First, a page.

Los Angeles County sheriff deputies admitted to tasering, jumping on top of and punching Burley after they responded to a pregnant woman’s call that she was being choked on Aug. 3, 2012.
Twelve days later, Burley, 29, died. Attorneys for Burley’s family say they also put him in a choke hold, blocking the flow of oxygen to his brain. The sheriffs denied doing so, but the jury found them responsible for his death.
In their original filing, attorneys for Burley’s family accused the officers of being racists. “None of the deputy defendants who battered, Tasered, and struck Mr. Burley was African American,” the complaint said. “Consequently, in choosing to exercise severe and malicious force against him, each of the defendants discriminated against him on account of his race.”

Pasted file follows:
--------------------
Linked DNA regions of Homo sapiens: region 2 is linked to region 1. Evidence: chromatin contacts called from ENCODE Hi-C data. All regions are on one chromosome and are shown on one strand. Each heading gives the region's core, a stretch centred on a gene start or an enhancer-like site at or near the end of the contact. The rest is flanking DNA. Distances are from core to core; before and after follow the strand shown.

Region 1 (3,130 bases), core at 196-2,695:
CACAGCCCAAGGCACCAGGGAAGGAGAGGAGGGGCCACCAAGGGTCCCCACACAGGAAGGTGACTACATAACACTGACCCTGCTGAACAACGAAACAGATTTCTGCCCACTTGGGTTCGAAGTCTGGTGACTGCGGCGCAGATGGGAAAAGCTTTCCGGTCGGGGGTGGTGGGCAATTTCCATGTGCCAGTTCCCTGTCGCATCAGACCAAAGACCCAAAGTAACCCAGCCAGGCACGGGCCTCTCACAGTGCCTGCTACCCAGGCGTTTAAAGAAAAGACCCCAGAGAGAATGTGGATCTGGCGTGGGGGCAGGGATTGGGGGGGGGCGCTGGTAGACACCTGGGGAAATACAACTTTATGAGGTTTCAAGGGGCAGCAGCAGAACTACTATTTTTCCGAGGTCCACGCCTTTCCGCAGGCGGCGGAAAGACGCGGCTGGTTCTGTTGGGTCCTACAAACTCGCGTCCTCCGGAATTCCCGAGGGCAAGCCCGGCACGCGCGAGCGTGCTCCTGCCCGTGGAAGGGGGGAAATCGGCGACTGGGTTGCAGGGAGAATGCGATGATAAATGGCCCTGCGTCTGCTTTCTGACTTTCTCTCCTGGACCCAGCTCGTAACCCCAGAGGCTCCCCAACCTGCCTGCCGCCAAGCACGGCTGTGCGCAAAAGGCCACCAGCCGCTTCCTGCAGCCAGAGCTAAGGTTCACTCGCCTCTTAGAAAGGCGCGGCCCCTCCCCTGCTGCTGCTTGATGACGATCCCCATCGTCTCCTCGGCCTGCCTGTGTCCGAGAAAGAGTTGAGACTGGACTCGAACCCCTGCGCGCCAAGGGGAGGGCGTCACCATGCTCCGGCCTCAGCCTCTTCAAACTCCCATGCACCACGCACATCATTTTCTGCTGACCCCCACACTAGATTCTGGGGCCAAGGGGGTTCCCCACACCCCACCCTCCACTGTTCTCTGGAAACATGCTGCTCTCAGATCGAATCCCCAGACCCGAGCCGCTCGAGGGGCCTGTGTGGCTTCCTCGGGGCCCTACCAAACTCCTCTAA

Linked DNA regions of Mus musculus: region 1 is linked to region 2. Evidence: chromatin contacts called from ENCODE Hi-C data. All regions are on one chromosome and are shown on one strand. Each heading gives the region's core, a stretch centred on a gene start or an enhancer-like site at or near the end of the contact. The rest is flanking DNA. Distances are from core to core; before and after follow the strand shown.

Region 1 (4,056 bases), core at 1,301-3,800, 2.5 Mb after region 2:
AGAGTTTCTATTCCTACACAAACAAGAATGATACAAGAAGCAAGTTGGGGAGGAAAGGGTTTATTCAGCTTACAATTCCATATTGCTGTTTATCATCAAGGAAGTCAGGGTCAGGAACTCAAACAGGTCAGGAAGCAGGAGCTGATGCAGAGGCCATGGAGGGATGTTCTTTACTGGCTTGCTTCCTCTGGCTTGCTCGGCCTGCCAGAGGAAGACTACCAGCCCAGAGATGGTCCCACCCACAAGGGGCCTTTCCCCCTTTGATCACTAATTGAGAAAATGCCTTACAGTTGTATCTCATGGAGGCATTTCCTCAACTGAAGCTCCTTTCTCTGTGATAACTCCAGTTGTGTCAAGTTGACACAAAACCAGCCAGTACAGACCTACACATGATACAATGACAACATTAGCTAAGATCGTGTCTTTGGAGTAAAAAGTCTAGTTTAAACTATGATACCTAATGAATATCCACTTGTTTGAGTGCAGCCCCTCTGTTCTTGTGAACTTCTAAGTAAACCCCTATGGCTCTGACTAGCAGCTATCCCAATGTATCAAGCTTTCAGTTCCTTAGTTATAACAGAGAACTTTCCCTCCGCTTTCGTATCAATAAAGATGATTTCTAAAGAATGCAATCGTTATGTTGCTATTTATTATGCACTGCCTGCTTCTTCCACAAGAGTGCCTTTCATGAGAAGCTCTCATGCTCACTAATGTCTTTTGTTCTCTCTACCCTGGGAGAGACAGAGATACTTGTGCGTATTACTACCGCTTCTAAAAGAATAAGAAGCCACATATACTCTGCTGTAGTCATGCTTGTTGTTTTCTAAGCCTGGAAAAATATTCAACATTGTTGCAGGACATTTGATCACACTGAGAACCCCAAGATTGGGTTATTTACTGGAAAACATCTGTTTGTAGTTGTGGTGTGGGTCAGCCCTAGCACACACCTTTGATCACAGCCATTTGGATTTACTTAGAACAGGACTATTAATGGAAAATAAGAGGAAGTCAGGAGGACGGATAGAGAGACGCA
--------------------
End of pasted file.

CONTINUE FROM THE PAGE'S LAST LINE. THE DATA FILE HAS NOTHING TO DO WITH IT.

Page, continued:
Police argued that Burley’s death was caused by a heart attack stemming from years of drug abuse. They claimed he was under the influence of PCP and cocaine at the time of his arrest.
The jury found the county liable for police negligence and battery. Although they said Burley was 40 percent responsible for the incident, the battery finding means Burley’s family that includes a wife and five children will get the full $8 million award.
As is the case around the country, prosecutors declined to file criminal charges against the two deputies, David Aviles and Paul Baserra.
The woman who called the police on Burley said the police arriving when they did saved her life.